Monday, August 29, 2011
There's a nasty rumor going around that the first responders won't be part of the 9/11 10th anniversary memorial.
And it's true. But it's really not a big deal.
First, the memorial ceremony is for the families of those who died on 9/11. Not those who survived, and not those who helped. The simple reason is space.
The entire 9/11 memorial area is roughly 8 acres.
Of that 8 acres, about 4 acres does not include a structure, hole, or monument of some sort.
Of that 4 acres, about 1 square acre is taken up by memorial trees and their bases.
So there are about 3 usable acres of space on the 9/11 memorial grounds.
One acre is 4840 square yards.
Three acres is 14,520 square yards.
A single person takes up one square yard when standing, including room to shuffle nervously, which is what people do when they're packed in like that.
1,609 people lost a spouse or partner.
3,051 children lost a parent.
So only 4,660 people would be there for the memorial, right?
But of those who died, let's say there's one parent of each who would want to be there as well.
That's 2,819 more people, for a total of 7,479.
Keep in mind this is for just these people to be there. We're already over half capacity, and standing room only.
That's where we are before we include the first responders.
In the 17 minutes before the second plane hit, over 1,000 NYC first responders were called to duty. If each of those brought one person, we're looking at roughly 2000 more people. So now we're at...
I don't know how many were there in the hour or two after the second plane. But the number of registered first responders who showed up from out of town in the first 24 hours of 9/11 exceeded 3,000.
If each of those brought a person, well, we wouldn't have room for them.
Okay, back up. Let's get rid of those 'late' first responders. Just with the 'first' first responders, we'd have room for about 5 thousand people there who weren't part of the ceremony.
Again though, standing room only. Surely, that's enough though, right? If we exclude first responders who showed up after the second plane, we can do this...
In the first day the memorial tickets were for sale online, over 24,000 people tried to buy them.
We could easily fit everyone there, if we stack them on top of each other, like a giant Jenga puzzle.
Otherwise, maybe we should have more than one ceremony. And as I understand it, that's the plan.
Wednesday, August 17, 2011
As hinted over a year ago, of today, CryEngine is now free for non-commercial use. That's fantastic! CryEngine is used in at least 30 commercial games, and most of them look gorgeous. Here are a things to consider if you're looking at this new engine.
|Even orphans look happy!|
Awesome engine with a proven track record and a name that will get gamers interested in your title. Even the CryEngine demos are beautiful, so if you say your title is based on it, you'll get some bonus play with the gamer community, even before your game ships.
The CryEngine mod community is very active, and this translates into having a solid development platform. Its designers already knew the kinds of things people wanted to build with it. So if hearing that the engine is free excites you, you're the type of person they built this free kit for.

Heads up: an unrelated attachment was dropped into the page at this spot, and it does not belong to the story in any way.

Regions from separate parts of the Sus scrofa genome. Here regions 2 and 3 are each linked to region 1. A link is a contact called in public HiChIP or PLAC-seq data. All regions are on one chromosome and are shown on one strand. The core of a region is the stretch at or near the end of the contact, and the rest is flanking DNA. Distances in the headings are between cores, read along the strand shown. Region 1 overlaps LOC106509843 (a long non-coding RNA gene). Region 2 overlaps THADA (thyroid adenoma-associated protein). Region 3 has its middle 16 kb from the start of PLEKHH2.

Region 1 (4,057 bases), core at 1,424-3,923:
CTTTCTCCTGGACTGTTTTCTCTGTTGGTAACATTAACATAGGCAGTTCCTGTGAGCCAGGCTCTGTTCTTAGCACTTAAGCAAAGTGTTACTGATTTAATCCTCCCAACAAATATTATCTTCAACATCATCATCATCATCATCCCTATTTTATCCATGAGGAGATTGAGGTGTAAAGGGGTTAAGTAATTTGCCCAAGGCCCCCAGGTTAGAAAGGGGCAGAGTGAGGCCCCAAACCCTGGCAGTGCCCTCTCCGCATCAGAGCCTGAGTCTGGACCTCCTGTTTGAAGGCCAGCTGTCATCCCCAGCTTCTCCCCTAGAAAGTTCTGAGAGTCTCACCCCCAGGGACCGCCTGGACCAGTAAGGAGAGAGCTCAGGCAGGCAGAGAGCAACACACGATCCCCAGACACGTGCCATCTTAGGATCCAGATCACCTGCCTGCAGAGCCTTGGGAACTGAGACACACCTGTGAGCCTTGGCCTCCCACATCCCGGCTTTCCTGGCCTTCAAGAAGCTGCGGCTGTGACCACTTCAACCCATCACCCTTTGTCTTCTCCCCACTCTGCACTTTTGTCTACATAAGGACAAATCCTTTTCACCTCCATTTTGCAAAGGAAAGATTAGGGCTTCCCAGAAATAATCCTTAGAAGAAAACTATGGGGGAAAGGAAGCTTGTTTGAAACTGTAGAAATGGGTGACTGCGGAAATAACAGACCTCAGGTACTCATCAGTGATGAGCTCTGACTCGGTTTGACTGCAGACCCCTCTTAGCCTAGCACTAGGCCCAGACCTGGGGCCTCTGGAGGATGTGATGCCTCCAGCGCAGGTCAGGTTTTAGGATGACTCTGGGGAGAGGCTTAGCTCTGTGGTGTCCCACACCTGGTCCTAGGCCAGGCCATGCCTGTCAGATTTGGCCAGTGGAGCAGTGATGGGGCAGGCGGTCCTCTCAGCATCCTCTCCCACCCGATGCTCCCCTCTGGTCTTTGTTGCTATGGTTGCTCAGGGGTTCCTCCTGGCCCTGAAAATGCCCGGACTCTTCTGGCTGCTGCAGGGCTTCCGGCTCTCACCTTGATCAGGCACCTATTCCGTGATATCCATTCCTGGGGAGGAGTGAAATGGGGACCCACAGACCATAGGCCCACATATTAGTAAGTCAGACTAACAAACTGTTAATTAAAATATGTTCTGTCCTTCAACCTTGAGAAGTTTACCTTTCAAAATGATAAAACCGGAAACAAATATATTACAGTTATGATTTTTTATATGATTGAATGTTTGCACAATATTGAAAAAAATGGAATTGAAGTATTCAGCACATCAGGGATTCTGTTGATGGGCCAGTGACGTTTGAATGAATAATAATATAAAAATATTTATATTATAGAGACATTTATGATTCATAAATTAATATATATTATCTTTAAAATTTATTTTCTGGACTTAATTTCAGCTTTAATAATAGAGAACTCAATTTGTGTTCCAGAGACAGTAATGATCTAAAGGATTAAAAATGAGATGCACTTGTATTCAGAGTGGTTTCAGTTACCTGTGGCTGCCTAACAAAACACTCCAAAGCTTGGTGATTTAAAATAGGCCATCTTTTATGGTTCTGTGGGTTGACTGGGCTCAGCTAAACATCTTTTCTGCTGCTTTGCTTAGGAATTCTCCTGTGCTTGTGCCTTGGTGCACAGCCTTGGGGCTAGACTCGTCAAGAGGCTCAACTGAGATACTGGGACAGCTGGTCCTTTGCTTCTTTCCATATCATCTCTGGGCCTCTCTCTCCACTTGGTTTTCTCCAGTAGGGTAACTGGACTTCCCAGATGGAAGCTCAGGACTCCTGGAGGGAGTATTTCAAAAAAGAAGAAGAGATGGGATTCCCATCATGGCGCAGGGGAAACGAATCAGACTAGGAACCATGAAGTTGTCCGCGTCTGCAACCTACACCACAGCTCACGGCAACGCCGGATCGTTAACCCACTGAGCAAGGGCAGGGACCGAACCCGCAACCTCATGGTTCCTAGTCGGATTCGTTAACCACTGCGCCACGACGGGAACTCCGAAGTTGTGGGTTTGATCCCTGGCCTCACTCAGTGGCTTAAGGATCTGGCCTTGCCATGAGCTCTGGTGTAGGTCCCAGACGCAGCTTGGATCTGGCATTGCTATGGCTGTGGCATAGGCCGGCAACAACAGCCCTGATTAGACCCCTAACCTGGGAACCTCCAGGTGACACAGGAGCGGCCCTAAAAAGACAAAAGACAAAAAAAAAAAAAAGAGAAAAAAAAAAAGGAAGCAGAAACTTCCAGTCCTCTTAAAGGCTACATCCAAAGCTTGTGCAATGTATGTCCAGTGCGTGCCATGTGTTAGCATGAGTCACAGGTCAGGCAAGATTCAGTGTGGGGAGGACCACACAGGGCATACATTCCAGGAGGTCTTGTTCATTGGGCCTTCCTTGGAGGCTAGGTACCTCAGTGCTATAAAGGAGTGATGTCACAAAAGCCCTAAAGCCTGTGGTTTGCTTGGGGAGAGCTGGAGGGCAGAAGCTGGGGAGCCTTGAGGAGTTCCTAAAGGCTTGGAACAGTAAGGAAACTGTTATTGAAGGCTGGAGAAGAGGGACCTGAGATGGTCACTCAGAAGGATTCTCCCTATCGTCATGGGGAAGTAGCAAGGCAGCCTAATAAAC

There are a few 'gotchas', of course.UDK and Unity3D are already free for non-commercial use. But unlike the other guys, the CryEngine team hasn't disclosed how much the commercial license will cost.
Also, like UDK, the free CryEngine environment is PC only at this time.
Unity3D can (with a single click) deploy to iPhone, iPod, iPad, Android, Wii, Mac, PC, and Web, and they provide help getting it onto the XBox and PS3 (I have no personal experience with this, so I can't say how extensive that help is).
And UDK can deploy to portable platforms as well...
I assume that if you pony up the dough, the CryEngine guys will let you deploy to other platforms as well. Time will tell. And frankly, if their development environment remains PC only, and their target platforms are only PC, XBox 360 and PS3, that will still be enough for most people.
That said, the Unity3D game engine isn't some doltish slacker. And keep in mind that their engine already runs on iPhones, computers, web browsers, and console game platforms...
How will it affect me personally? Well, let's look at the kinds of stuff I get to work on.
It would be fantastic for the Shot Simulator, but since it doesn't deploy to the iPhone, iPad, or Android, that would be a problem. Maybe in the future?
I'm honestly not sure if it would be a good match for the VTI Games like +Poker, since all of them are card games. Despite that they use real physics, objects, and rely on Unity's rendering engine, I've never seen a CryEngine based casino game. But who knows.
It would be *ideal* for Project Griffon (which will be re-released in a few weeks). Griffon is a third-person mech combat / shooter. The lighting and visual effects of CryEngine will be fantastic. But I do all of my development on Macs, so I'd have to use CryEngine's kit by running Windows 7 on my Mac. That's a tall order. So far, UDK doesn't exist on the Mac, which was a show stopper for me. So I'll have to think about it.
I'll be looking into the CryEngine in more detail in the near future. Until then, I can say it honestly looks impressive. And it will be really nice to have them officially in the arena. But Unity's going to be extremely hard for them to compete with. With so many great resources, it's a great time to be a game developer.